Why FOMO makes us spend more than we should – even on toilet paper

October 03, 2022

‘Fear Of Missing Out’, or FOMO, isn’t something you’d normally associate with toilet paper or baked beans. When it comes to utilitarian products like toilet paper, dried pasta and tinned foods fear and uncertainty of what’s to come are what drives our purchasing decisions. When lack of supply is a factor in the scarcity of utilitarian products our brains tell us to buy even more. It’s why we saw such huge rushes on basic items like toilet paper and canned foods during the pandemic. It’s hard not to wonder if the resulting price rises were a reaction from retailers learning lessons from the toilet paper wars of 2020.

August 18, 2022

Dr Belinda Barton is an Assistant Professor of Marketing at the Bond Business School.

‘Fear Of Missing Out’, or FOMO, isn’t something you’d normally associate with toilet paper or baked beans. But Covid has broken down so many barriers that a feeling once linked to festivals and overseas trips has become a driving force in the way we shop.

Often throughout the pandemic those shots of empty shelves were caused less by supply chain slip ups than they were by worried people giving in to their deepest fears.

Our research into how consumers respond to scarcity showed that depending on the type of product, a sense of scarcity – that only a limited number of an item or experience is available, or for a limited time – creates different emotions and different buying actions.

When it comes to utilitarian products like toilet paper, dried pasta and tinned foods fear and uncertainty of what’s to come are what drives our purchasing decisions.

Seeing empty shelves day after day in the media during the height of the Covid19 pandemic made us fear what could come next. It can also make paranoia creep in - when shelves are empty we think there is something else to come, and that the people around us know what that is. We decide we need to protect ourselves from whatever that is, so we follow the actions of those around us assuming, mostly incorrectly, that they know more than we do. That’s the FOMO kicking in.

It's a tool marketers have been using for decades. Scarcity can be an incredibly strong driver of consumer behaviour, particularly when applied to certain types of experiences and products.

Take luxury products, like handbags and for example. The high price and often limited styles on offer are seen as a marker of uniqueness, the fact they are scarce is a boost to our status.

But scarcity of utilitarian goods, things we perceive as necessary to survive, sparks very different thought processes and emotions. They might lead to the same outcome – purchasing a product or experience – but why we make the decision to buy comes from a different place.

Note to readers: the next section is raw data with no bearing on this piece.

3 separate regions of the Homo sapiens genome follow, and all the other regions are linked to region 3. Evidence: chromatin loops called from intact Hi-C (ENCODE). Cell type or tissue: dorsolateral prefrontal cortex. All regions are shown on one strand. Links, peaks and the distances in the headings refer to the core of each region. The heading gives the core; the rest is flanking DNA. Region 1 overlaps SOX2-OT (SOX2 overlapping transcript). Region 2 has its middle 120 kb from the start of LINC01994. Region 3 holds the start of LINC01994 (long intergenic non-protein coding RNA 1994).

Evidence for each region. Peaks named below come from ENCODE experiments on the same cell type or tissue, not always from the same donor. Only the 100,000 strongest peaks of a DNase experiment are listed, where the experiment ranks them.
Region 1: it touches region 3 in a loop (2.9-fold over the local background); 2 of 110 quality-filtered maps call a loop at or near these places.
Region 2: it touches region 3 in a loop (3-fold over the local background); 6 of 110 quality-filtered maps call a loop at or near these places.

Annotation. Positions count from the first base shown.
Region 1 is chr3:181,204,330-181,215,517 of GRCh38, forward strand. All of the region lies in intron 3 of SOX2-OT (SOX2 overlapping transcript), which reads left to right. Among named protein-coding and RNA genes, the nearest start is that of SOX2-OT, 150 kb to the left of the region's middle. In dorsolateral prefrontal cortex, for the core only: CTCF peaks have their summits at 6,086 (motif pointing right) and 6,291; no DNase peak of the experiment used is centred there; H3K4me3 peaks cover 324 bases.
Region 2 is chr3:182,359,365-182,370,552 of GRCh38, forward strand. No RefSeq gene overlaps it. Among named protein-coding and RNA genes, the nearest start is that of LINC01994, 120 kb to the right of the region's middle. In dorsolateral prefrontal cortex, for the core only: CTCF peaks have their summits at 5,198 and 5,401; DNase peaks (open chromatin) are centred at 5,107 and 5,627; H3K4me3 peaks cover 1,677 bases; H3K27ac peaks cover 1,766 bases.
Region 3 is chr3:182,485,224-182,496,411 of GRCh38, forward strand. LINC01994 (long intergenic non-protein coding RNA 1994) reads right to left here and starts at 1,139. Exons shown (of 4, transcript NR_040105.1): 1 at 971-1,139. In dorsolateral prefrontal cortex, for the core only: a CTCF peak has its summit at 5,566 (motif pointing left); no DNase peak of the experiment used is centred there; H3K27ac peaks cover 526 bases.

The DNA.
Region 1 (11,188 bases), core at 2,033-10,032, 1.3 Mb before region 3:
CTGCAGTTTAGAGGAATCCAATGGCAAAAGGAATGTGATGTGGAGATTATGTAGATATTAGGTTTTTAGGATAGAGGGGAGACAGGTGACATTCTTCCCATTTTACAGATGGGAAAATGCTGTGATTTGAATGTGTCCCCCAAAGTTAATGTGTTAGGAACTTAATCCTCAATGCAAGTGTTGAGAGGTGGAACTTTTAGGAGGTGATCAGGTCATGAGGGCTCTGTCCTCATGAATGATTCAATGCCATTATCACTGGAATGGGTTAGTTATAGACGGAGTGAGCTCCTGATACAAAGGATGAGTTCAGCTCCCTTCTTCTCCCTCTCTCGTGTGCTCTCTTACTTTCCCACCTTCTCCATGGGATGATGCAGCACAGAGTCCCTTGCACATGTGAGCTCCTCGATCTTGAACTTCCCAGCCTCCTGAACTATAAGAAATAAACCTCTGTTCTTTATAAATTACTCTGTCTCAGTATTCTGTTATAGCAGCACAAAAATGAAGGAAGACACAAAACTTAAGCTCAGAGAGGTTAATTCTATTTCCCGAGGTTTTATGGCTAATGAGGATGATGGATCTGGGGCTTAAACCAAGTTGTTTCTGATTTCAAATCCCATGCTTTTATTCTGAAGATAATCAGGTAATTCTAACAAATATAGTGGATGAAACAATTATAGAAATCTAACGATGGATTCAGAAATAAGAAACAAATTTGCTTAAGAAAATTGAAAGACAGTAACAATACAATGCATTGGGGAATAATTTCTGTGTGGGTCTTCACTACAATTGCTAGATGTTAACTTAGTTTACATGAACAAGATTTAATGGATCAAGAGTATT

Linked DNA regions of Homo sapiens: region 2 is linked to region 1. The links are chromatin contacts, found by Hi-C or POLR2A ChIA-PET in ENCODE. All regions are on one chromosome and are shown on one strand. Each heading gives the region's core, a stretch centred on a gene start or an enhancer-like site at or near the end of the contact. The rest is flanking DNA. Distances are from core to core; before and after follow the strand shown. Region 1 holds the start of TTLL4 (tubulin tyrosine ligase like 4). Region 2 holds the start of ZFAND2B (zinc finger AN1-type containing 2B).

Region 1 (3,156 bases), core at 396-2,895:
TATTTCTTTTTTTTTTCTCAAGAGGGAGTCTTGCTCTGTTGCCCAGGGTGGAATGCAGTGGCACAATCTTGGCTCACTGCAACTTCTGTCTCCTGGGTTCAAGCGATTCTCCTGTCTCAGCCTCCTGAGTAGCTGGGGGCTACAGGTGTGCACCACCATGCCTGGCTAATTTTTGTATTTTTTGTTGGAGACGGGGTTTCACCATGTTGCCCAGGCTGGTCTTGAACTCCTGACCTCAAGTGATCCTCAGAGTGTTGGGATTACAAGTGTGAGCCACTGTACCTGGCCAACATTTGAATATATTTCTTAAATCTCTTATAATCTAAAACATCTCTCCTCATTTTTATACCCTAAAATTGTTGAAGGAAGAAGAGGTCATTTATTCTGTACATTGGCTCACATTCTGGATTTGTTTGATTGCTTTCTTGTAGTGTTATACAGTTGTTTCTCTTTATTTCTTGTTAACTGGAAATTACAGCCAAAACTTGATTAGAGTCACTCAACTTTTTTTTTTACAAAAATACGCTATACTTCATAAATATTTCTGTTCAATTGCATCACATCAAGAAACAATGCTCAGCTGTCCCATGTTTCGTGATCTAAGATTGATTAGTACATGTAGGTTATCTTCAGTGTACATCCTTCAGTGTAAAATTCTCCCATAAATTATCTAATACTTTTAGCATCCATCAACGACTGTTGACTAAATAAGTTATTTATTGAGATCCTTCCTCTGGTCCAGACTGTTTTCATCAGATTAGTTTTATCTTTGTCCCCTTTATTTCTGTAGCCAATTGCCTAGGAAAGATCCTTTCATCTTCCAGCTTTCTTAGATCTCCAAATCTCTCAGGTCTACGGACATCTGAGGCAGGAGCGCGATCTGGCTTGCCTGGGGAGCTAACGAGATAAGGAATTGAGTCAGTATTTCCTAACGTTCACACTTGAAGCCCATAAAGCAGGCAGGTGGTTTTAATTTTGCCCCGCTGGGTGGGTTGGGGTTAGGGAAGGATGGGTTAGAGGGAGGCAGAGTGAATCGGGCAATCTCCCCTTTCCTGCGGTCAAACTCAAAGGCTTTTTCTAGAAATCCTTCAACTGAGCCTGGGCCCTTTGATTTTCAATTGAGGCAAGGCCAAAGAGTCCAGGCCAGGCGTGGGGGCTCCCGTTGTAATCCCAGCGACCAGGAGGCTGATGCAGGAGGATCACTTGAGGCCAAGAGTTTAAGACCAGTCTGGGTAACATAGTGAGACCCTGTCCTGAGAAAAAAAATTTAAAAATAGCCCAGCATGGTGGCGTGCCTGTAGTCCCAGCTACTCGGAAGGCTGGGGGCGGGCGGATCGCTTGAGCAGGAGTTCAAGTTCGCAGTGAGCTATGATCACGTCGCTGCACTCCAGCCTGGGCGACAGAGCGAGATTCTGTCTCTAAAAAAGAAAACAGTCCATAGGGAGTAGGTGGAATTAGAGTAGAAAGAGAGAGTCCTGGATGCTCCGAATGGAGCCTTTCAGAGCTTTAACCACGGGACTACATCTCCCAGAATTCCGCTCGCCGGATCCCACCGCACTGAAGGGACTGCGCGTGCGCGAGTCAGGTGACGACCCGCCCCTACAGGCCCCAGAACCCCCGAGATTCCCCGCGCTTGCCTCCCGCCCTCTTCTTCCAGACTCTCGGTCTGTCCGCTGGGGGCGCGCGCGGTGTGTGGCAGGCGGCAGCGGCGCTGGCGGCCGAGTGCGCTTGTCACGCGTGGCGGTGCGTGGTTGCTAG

And this can create even bigger problems. When lack of supply is a factor in the scarcity of utilitarian products our brains tell us to buy even more. We use other people’s behaviour as markers of information, and we use these as inputs to make our own decisions.

It’s why we saw such huge rushes on basic items like toilet paper and canned foods during the pandemic. Consumers had FOMO from all the reports of empty shelves, so when they did find core items available many people bought much more than they needed, exacerbating an already challenging situation.

What began as a genuine supply chain issue quickly became a FOMO-driven purchasing flurry.

After the floods, we saw similar issues with products including lettuce with scarcity driving high demand and even higher prices. It’s hard not to wonder if the resulting price rises were a reaction from retailers learning lessons from the toilet paper wars of 2020.

So perhaps it’s time we as consumers learned some lessons too, about what drives our buying behaviour, and how to spot the sneaky tricks from marketers.

Here are a few tips from me.

  • Look at the cues you are getting from the world around you and try to identify which information markers, like empty shelves, might be feeding into your decision making.
  • Try to understand the feelings these information cues might be sparking and how that might change your behaviour
  • Take a pause – we can be very reactive in the moment. If we stop and ask ourselves ‘do I need this right now, or am I just afraid it won’t be there when I do need it?’ we can make more objective decisions instead of responding to strategies or information that might well be inaccurate or even deliberately misleading.
The source of this news is from Bond University

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